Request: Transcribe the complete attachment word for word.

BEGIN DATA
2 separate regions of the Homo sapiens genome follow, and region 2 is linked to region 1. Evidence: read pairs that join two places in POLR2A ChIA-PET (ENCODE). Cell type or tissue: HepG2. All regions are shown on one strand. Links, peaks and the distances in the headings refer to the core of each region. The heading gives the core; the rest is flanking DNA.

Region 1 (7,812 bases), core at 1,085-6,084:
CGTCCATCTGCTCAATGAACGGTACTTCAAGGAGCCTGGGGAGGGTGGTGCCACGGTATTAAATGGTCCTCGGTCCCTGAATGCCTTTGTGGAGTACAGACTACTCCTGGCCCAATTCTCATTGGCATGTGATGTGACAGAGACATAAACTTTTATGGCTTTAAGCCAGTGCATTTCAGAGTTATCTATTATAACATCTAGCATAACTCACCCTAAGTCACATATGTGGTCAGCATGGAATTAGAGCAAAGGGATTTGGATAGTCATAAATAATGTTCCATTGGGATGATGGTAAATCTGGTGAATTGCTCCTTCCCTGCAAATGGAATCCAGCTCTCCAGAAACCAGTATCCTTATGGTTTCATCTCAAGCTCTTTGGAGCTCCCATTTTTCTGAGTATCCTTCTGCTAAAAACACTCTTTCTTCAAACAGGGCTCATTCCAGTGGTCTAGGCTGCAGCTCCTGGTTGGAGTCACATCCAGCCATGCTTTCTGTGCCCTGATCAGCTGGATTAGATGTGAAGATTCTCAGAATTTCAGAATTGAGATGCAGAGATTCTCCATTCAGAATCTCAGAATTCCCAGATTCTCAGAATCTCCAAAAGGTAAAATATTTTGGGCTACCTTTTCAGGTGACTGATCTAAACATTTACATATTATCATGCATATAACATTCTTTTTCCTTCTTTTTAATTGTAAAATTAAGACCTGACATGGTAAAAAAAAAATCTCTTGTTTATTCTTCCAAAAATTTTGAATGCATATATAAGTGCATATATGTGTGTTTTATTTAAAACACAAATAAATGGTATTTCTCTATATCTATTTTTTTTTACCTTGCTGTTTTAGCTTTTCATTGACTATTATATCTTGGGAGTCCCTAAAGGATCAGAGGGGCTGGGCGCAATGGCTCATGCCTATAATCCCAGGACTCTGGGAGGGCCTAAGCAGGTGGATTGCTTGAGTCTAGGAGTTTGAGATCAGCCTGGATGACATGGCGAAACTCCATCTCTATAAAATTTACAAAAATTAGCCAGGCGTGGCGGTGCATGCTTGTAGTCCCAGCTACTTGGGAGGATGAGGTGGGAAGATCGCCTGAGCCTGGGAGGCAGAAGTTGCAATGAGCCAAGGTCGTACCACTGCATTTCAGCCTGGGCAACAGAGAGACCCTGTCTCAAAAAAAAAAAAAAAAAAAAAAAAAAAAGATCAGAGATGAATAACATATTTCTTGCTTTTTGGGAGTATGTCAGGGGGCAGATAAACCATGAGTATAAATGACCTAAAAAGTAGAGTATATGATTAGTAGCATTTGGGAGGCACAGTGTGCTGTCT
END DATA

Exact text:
2 separate regions of the Homo sapiens genome follow, and region 2 is linked to region 1. Evidence: read pairs that join two places in POLR2A ChIA-PET (ENCODE). Cell type or tissue: HepG2. All regions are shown on one strand. Links, peaks and the distances in the headings refer to the core of each region. The heading gives the core; the rest is flanking DNA.

Region 1 (7,812 bases), core at 1,085-6,084:
CGTCCATCTGCTCAATGAACGGTACTTCAAGGAGCCTGGGGAGGGTGGTGCCACGGTATTAAATGGTCCTCGGTCCCTGAATGCCTTTGTGGAGTACAGACTACTCCTGGCCCAATTCTCATTGGCATGTGATGTGACAGAGACATAAACTTTTATGGCTTTAAGCCAGTGCATTTCAGAGTTATCTATTATAACATCTAGCATAACTCACCCTAAGTCACATATGTGGTCAGCATGGAATTAGAGCAAAGGGATTTGGATAGTCATAAATAATGTTCCATTGGGATGATGGTAAATCTGGTGAATTGCTCCTTCCCTGCAAATGGAATCCAGCTCTCCAGAAACCAGTATCCTTATGGTTTCATCTCAAGCTCTTTGGAGCTCCCATTTTTCTGAGTATCCTTCTGCTAAAAACACTCTTTCTTCAAACAGGGCTCATTCCAGTGGTCTAGGCTGCAGCTCCTGGTTGGAGTCACATCCAGCCATGCTTTCTGTGCCCTGATCAGCTGGATTAGATGTGAAGATTCTCAGAATTTCAGAATTGAGATGCAGAGATTCTCCATTCAGAATCTCAGAATTCCCAGATTCTCAGAATCTCCAAAAGGTAAAATATTTTGGGCTACCTTTTCAGGTGACTGATCTAAACATTTACATATTATCATGCATATAACATTCTTTTTCCTTCTTTTTAATTGTAAAATTAAGACCTGACATGGTAAAAAAAAAATCTCTTGTTTATTCTTCCAAAAATTTTGAATGCATATATAAGTGCATATATGTGTGTTTTATTTAAAACACAAATAAATGGTATTTCTCTATATCTATTTTTTTTTACCTTGCTGTTTTAGCTTTTCATTGACTATTATATCTTGGGAGTCCCTAAAGGATCAGAGGGGCTGGGCGCAATGGCTCATGCCTATAATCCCAGGACTCTGGGAGGGCCTAAGCAGGTGGATTGCTTGAGTCTAGGAGTTTGAGATCAGCCTGGATGACATGGCGAAACTCCATCTCTATAAAATTTACAAAAATTAGCCAGGCGTGGCGGTGCATGCTTGTAGTCCCAGCTACTTGGGAGGATGAGGTGGGAAGATCGCCTGAGCCTGGGAGGCAGAAGTTGCAATGAGCCAAGGTCGTACCACTGCATTTCAGCCTGGGCAACAGAGAGACCCTGTCTCAAAAAAAAAAAAAAAAAAAAAAAAAAAAGATCAGAGATGAATAACATATTTCTTGCTTTTTGGGAGTATGTCAGGGGGCAGATAAACCATGAGTATAAATGACCTAAAAAGTAGAGTATATGATTAGTAGCATTTGGGAGGCACAGTGTGCTGTCT